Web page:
Has my hon. Friend made any assessment of the effectiveness of the pathways work-focused interviews for incapacity benefit claimants? Many of them are enthusiastic and keen to work but are understandably anxious because they feel the nature of their condition may not be fully understood. Recent DWP research seems to indicate that, too, so does my hon. Friend think that the carrot may be more important than the stick?
Mrs. McGuire: I thank my hon. Friend for raising that question. As she will be aware, one of the changes that we will implementlinked to the successful implementation of our pathways to work pilotrelates to the welfare reform proposals. Linked to that are the changes in the personal capability assessment, which will reflect far more accurately some of the issues that disabled peopleparticularly those who have a mental health conditionand their organisations have raised with us. Organisations and individuals told us, over a consistent period, that they did not feel that the personal capability assessment quite reflected the fluctuating nature of mental health conditions, and we worked with those organisations over a number of months to ensure that the new personal capability assessment recognises the issues that are particular to those with fluctuating conditions.
Hywel Williams (Caernarfon) (PC): May I, through the Minister, welcome the Secretary of State to his new work? I hope that he is able to fit his new duties in around his job as Secretary of State for Wales.
benefits and disability payments discourage claimants from seeking work?
Mrs. McGuire: No, I do not. My apologies for not having read the Western Mail this morning; I was busy reading The Scotsman and the Glasgow Herald. May I correct a discourtesy? I did not thank my hon. Friend the Member for Cardiff, North (Julie Morgan) for the kind words at the beginning of her question.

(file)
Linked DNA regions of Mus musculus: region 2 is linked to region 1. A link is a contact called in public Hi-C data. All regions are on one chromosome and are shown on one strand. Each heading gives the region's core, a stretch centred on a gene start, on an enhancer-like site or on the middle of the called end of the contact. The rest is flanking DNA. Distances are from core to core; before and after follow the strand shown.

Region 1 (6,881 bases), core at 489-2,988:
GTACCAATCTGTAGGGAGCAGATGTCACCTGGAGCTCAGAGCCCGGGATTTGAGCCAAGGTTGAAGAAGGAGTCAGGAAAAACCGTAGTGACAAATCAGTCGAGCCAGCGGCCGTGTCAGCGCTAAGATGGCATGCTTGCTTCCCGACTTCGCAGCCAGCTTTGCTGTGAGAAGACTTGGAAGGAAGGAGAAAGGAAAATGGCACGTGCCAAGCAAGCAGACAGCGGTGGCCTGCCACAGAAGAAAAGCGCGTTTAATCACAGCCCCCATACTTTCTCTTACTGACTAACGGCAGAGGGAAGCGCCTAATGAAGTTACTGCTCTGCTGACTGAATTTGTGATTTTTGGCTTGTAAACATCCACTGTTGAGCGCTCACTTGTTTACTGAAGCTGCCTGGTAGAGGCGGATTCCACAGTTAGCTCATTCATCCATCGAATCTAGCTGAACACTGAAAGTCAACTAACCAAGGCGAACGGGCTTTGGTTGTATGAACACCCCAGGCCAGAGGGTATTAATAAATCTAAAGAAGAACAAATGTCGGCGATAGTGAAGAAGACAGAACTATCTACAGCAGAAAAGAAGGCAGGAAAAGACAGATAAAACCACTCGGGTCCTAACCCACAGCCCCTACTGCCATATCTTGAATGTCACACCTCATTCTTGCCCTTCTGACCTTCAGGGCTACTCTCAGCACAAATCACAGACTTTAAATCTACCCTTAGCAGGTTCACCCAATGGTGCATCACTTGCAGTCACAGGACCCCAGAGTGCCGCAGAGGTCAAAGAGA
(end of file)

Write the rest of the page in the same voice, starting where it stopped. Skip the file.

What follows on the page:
I hope that the hon. Gentleman agrees that we want disability benefits to be used to support people who have indicated that they want to move into work. That is why the new welfare reform proposals are so crucial. We recognise that many people who are on incapacity benefit, for example, want to get into work. The issue is not their express desire to get into work; the real difficulty is breaking down the barriers involved in their getting into work. Some of those barriers are created by attitudinal issues relating to employers and those in the community who look continually at what people cannot do, not at what they can do. The issue is about changing that perception and that reality.
Mr. John Heppell (Nottingham, East) (Lab): I, too, congratulate the Minister on keeping her job and continuing her role as a champion for people with disabilities. I think that everybody in the House would agree that, where possible, it is more important to get people into mainstream employment than into sheltered employment, but what guarantees have we got, in the context of the changes that are coming to Remploy, that some of the vulnerable people in sheltered employment will not be forced into compulsory redundancy?
Mrs. McGuire: I thank my hon. Friend, not just for his question but for the sterling work that he did to support the Department for Work and Pensions team as a DWP Whip. I am delighted that he has not lost his voice. Having been in the Whips Office myself for an extended period of time, I know how difficult it is. Members who have been Whips sometimes feel as though they have actually lost the ability to speak in the House. He has clearly not lost either that ability, or his incisive style of questioning. I can reassure him that, first, the Remploy proposals are just thatthey are proposals. Secondly, we have always been clear that we want to ensure that disabled people have a choice. Thirdly, we still see a role for supported factories. Finally, both the previous Secretary of State, the current Secretary of State and I have stated that there will be no compulsory redundancies for disabled people who are currently employed by Remploy. They will have protected terms and conditions, including a final salary pension, through to their normal retirement age. The proposals, however, are the subject of discussion between management and the trade unions at this time.